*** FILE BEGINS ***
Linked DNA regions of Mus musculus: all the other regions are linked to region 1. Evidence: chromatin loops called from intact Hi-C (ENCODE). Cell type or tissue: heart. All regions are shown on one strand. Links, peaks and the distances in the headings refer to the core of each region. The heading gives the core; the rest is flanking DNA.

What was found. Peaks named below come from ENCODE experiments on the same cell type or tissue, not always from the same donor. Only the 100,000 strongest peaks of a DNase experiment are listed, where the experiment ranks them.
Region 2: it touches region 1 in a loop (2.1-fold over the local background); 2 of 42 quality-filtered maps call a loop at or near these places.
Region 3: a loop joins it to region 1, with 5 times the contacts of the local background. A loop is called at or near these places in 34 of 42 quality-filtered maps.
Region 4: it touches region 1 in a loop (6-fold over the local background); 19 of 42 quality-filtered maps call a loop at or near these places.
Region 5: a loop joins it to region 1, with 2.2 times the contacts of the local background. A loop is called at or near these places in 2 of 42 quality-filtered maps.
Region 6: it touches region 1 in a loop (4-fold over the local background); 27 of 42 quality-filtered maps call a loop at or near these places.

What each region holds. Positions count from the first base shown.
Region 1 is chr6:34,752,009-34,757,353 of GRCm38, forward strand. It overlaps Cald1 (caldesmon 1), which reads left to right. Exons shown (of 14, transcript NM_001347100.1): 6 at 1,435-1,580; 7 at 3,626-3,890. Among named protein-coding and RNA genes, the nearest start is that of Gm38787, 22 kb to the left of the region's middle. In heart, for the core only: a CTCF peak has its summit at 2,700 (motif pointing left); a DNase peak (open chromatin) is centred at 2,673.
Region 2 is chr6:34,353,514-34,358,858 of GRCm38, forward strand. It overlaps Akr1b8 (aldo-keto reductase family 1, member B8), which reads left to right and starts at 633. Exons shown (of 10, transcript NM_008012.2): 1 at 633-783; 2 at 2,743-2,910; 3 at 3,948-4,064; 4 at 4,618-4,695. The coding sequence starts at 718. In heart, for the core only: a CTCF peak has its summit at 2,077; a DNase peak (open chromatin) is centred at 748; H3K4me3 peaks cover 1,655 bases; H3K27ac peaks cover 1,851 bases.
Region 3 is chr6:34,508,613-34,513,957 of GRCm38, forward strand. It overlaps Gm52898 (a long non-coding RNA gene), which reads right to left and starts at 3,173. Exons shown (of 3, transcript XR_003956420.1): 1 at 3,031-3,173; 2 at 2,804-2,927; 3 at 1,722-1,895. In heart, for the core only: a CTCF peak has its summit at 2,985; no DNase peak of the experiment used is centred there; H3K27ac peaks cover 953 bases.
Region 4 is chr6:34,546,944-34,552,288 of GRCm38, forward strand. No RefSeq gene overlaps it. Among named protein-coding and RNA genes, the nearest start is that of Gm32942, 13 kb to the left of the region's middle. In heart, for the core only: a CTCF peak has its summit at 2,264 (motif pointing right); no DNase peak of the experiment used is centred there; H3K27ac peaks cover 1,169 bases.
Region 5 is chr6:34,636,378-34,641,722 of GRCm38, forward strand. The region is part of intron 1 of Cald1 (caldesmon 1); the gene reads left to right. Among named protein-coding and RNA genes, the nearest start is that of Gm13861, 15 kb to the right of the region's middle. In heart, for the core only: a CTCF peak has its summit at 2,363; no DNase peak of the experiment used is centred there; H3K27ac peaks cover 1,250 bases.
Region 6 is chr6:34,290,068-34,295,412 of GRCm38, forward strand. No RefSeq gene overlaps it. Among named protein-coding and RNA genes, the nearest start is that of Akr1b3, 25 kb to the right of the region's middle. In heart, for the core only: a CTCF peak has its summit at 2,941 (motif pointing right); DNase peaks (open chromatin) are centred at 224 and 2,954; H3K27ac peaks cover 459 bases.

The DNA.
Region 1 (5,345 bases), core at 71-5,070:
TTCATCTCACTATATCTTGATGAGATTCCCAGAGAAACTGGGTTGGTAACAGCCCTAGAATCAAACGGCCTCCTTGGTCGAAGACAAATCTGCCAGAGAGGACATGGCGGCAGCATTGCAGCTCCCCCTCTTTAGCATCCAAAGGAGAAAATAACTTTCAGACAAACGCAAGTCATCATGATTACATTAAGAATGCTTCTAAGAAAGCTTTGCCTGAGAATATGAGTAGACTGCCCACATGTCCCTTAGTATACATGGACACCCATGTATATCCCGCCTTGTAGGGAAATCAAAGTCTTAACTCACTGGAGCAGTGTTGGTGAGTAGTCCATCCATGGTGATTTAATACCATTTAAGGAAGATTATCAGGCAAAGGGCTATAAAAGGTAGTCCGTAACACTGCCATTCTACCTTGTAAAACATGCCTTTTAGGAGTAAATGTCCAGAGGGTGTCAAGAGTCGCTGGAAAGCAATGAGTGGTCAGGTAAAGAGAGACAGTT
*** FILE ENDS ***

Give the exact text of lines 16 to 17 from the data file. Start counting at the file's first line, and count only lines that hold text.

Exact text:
Region 1 (5,345 bases), core at 71-5,070:
TTCATCTCACTATATCTTGATGAGATTCCCAGAGAAACTGGGTTGGTAACAGCCCTAGAATCAAACGGCCTCCTTGGTCGAAGACAAATCTGCCAGAGAGGACATGGCGGCAGCATTGCAGCTCCCCCTCTTTAGCATCCAAAGGAGAAAATAACTTTCAGACAAACGCAAGTCATCATGATTACATTAAGAATGCTTCTAAGAAAGCTTTGCCTGAGAATATGAGTAGACTGCCCACATGTCCCTTAGTATACATGGACACCCATGTATATCCCGCCTTGTAGGGAAATCAAAGTCTTAACTCACTGGAGCAGTGTTGGTGAGTAGTCCATCCATGGTGATTTAATACCATTTAAGGAAGATTATCAGGCAAAGGGCTATAAAAGGTAGTCCGTAACACTGCCATTCTACCTTGTAAAACATGCCTTTTAGGAGTAAATGTCCAGAGGGTGTCAAGAGTCGCTGGAAAGCAATGAGTGGTCAGGTAAAGAGAGACAGTT